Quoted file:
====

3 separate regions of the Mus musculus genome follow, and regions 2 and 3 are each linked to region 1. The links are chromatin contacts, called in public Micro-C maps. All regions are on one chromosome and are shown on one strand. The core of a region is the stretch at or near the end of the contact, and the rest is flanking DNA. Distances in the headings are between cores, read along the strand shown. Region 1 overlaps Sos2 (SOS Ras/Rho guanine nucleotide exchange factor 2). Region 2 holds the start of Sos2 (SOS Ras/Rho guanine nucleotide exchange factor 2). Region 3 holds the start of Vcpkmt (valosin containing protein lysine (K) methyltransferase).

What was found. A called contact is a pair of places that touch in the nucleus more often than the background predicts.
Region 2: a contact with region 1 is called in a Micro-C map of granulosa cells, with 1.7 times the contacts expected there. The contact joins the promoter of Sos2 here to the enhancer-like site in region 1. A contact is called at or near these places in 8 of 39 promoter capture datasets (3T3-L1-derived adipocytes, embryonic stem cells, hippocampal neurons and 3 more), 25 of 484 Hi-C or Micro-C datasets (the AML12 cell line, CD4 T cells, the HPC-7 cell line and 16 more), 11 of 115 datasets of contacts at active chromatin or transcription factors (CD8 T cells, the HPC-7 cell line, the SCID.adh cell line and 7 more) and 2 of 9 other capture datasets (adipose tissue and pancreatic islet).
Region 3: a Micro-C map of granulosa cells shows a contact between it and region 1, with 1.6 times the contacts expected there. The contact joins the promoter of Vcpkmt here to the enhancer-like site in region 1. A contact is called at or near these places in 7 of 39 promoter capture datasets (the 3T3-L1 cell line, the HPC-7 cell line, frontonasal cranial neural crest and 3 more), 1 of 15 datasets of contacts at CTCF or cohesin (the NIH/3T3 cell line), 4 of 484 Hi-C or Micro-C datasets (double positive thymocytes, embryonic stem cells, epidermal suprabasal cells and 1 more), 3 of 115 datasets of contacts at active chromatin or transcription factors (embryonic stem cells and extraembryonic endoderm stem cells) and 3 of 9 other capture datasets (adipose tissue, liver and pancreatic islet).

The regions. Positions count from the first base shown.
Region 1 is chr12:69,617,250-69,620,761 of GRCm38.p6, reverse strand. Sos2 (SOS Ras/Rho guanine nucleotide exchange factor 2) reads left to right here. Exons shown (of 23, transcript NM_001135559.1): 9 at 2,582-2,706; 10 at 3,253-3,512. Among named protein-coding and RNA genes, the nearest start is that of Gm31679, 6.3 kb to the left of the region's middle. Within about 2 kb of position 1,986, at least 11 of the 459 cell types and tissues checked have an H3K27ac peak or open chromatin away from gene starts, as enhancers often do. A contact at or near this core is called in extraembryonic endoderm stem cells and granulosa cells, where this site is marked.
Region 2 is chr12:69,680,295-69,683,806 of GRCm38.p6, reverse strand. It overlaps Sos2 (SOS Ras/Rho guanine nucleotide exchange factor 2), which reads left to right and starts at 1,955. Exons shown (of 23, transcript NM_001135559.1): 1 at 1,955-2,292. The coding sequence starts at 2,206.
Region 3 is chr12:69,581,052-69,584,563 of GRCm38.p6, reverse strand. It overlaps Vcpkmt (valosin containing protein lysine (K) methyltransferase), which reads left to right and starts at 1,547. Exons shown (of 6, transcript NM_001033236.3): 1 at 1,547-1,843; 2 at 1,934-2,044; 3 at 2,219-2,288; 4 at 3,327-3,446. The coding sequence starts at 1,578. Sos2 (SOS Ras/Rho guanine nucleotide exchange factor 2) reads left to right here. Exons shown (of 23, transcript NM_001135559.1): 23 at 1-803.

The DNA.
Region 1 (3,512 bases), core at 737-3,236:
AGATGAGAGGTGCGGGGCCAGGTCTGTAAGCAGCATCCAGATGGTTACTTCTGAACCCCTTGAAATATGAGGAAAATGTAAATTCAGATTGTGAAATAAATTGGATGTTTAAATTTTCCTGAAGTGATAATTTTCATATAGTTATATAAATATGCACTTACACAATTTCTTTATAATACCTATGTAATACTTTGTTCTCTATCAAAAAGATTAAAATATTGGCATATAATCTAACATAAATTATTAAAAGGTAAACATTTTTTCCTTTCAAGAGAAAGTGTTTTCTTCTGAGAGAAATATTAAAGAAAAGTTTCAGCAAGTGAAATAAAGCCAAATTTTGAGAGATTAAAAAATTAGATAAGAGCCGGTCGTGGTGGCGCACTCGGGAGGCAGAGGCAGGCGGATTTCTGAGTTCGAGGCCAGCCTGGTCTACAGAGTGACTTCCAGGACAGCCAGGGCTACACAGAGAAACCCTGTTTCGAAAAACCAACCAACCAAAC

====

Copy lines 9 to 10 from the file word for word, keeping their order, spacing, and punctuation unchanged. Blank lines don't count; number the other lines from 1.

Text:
The DNA.
Region 1 (3,512 bases), core at 737-3,236: